BSc Honours in Human Anatomy and Physiotherapy student Hope Gangata conceptualised and produced this project in 2004. Made from hard paper, string and staples, with the exception of highlighters, pens and stick-on tags, the model assumes the body of a five-year old boy and can be used for teaching and for exam purposes across a continent where anatomical visual aids are either too expensive or sometimes hard to source. Accompanying this display are the files containing the blueprints for each component of this model, which can be printed out and assembled anywhere in the world.



Weighing Air (Class must keep quiet). 2022. UCT Physics Department
An educational demonstration model from UCT Physics Department. Its description: "A spherical flask of about 1 litre is suspended from one arm of a crude chemical balance. It is counterpoised by weights in the other pan, the tap attached to the sphere being open. This gives (roughly) the true weight of the glass. Unhook the sphere from the stirrup, attach the rubber tube from a rotary vacuum pump to the glass tube and evacuate for around 30s. Close tap, and re-attach stirrup. There will now be an upthrust on the flask equal to the weight of air removed, and the weights in the other pan will have to be reduced by about 1.2 g to restore the balance. Open the tap again: the air can be heard rushing into the flask (class must keep quiet), and the flask suddenly descends again".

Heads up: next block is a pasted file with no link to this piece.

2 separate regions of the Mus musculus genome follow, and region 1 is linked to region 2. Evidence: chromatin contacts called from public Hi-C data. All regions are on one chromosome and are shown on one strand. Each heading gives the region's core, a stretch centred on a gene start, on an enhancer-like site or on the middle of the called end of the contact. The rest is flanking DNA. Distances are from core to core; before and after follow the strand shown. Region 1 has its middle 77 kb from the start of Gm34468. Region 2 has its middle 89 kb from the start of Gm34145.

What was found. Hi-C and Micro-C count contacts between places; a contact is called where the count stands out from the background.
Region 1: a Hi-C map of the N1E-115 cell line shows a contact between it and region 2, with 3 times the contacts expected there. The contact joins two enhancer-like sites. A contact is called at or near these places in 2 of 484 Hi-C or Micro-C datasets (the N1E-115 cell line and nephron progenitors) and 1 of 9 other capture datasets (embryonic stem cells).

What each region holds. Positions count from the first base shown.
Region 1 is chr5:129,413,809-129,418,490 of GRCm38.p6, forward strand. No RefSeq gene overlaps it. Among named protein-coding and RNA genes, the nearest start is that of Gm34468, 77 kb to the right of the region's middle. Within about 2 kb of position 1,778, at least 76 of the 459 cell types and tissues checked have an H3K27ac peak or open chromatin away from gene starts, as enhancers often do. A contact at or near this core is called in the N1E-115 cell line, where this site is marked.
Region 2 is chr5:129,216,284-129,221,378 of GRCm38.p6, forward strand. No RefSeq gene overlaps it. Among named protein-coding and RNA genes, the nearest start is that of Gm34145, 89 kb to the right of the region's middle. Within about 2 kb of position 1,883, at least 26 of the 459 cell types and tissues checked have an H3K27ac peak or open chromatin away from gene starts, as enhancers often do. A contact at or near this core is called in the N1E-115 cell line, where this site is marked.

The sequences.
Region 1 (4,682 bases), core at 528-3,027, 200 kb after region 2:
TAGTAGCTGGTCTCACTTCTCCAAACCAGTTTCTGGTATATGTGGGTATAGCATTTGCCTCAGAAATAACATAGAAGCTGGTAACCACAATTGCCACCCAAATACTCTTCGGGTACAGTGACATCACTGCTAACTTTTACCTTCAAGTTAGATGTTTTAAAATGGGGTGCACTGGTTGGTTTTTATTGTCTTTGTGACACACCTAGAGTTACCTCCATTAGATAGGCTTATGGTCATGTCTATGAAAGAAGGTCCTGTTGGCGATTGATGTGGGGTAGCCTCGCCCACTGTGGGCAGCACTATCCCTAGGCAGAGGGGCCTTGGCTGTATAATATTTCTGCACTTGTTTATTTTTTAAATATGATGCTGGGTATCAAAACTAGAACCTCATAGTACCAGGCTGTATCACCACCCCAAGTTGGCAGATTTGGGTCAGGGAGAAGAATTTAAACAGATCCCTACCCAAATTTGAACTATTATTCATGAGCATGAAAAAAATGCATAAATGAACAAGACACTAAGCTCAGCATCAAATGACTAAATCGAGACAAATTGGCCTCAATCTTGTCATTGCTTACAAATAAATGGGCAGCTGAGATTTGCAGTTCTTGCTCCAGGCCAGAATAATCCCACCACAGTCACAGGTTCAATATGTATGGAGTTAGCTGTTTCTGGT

Pippa Skotnes. 2021. Anatomy of Mind. Relief print with collage